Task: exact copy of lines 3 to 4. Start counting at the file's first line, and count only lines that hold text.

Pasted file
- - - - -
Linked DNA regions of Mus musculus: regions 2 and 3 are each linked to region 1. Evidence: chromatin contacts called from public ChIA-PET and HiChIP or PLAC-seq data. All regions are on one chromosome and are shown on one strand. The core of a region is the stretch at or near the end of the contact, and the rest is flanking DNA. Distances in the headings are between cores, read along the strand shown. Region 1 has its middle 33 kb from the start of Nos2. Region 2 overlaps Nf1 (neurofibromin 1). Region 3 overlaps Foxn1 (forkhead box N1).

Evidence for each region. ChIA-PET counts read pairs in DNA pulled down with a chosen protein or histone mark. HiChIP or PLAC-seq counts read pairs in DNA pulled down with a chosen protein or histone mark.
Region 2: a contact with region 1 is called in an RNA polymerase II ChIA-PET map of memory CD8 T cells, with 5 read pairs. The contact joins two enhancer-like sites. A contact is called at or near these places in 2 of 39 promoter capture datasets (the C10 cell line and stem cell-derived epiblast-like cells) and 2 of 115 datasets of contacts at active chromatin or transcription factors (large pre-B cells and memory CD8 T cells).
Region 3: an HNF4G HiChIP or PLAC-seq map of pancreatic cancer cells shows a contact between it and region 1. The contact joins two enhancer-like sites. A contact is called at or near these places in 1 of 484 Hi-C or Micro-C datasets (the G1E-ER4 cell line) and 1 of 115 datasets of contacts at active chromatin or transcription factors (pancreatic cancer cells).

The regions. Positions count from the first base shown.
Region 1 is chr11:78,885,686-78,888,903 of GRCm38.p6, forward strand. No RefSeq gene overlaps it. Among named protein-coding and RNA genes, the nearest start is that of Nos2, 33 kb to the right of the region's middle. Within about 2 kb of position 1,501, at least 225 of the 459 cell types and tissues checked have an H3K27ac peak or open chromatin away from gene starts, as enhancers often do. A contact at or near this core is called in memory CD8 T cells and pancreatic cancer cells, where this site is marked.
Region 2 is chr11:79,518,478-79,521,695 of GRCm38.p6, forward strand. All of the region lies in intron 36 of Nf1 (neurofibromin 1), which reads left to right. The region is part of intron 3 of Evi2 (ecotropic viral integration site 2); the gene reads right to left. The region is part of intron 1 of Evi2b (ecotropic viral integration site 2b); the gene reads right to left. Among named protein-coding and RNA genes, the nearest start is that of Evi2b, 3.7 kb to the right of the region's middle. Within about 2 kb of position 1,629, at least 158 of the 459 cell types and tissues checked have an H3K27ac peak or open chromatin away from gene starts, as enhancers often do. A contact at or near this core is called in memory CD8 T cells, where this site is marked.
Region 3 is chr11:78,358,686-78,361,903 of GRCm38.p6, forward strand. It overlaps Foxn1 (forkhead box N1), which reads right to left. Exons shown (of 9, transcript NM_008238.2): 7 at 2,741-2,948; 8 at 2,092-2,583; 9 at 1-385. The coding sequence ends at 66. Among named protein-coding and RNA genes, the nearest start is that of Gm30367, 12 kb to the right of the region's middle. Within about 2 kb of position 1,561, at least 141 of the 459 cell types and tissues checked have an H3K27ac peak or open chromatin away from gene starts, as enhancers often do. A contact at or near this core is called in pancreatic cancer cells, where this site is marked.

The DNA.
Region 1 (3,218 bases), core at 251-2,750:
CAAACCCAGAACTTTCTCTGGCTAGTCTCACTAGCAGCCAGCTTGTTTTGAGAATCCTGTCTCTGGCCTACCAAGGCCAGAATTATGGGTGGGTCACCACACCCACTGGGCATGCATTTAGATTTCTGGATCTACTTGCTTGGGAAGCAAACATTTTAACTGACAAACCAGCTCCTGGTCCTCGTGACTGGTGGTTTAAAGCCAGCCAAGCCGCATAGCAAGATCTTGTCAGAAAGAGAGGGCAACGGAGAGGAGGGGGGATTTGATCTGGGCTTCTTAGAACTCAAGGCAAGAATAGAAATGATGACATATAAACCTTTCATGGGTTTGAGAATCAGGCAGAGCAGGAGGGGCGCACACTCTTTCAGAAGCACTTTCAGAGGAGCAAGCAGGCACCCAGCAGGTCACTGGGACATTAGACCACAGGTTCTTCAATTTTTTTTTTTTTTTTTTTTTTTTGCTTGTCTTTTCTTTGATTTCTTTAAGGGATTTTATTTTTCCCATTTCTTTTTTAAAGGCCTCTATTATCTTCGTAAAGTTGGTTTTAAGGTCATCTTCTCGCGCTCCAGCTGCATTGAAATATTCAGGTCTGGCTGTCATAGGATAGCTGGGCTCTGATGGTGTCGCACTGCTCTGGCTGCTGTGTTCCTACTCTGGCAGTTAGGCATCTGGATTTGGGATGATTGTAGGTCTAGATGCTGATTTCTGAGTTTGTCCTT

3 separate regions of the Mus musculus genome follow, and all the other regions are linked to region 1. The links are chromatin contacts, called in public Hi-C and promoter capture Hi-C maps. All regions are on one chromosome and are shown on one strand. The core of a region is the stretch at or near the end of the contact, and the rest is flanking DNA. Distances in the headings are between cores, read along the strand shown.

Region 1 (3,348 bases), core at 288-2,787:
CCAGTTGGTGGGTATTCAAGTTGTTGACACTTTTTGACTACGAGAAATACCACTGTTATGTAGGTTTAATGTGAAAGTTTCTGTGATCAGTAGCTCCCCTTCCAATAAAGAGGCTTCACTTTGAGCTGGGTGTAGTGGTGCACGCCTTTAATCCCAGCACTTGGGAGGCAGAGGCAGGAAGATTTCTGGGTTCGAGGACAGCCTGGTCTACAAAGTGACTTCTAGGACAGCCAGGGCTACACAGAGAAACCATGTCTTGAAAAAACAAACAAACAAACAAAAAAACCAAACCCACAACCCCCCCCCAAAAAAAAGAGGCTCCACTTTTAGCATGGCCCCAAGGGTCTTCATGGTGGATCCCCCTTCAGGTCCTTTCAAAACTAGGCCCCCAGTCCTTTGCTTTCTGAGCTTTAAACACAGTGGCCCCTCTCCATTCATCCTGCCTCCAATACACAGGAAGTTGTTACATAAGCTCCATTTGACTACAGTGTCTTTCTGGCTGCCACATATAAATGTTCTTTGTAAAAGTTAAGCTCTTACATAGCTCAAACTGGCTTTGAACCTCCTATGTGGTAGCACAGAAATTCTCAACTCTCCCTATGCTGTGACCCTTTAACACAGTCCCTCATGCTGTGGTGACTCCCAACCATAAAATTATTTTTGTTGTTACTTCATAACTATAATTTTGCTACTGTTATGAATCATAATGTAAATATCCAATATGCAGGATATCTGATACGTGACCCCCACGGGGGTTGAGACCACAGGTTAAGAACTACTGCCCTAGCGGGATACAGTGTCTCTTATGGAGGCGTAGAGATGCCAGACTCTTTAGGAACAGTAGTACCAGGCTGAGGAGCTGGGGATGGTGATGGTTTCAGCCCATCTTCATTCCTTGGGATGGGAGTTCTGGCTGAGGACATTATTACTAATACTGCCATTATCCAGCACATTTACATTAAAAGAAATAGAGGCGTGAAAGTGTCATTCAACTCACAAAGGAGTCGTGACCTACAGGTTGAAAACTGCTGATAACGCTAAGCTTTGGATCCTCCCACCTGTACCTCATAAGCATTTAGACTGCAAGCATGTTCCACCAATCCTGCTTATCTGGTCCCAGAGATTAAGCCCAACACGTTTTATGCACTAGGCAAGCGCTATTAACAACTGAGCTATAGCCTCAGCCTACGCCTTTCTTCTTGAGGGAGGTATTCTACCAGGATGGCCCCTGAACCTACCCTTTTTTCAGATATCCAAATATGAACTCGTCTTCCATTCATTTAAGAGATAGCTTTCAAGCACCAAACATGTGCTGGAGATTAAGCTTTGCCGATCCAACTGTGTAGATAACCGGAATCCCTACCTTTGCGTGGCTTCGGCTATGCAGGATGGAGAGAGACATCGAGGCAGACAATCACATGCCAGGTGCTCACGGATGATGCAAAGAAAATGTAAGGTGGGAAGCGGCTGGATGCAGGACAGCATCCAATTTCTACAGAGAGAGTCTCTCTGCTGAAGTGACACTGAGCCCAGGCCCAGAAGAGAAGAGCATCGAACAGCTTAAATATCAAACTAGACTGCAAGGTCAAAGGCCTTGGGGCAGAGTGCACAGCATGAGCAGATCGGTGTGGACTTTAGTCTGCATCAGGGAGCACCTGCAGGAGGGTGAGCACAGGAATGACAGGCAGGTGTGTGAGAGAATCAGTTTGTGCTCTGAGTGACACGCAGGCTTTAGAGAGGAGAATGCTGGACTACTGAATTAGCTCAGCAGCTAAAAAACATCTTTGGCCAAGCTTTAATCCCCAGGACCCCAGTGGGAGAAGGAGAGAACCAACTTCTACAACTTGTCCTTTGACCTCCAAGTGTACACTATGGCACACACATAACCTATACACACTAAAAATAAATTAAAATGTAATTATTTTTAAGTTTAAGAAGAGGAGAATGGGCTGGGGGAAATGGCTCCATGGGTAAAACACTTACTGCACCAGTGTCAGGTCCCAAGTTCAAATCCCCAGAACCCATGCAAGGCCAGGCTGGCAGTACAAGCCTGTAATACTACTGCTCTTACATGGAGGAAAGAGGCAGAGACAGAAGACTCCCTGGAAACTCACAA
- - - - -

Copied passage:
Region 2: a contact with region 1 is called in an RNA polymerase II ChIA-PET map of memory CD8 T cells, with 5 read pairs. The contact joins two enhancer-like sites. A contact is called at or near these places in 2 of 39 promoter capture datasets (the C10 cell line and stem cell-derived epiblast-like cells) and 2 of 115 datasets of contacts at active chromatin or transcription factors (large pre-B cells and memory CD8 T cells).
Region 3: an HNF4G HiChIP or PLAC-seq map of pancreatic cancer cells shows a contact between it and region 1. The contact joins two enhancer-like sites. A contact is called at or near these places in 1 of 484 Hi-C or Micro-C datasets (the G1E-ER4 cell line) and 1 of 115 datasets of contacts at active chromatin or transcription factors (pancreatic cancer cells).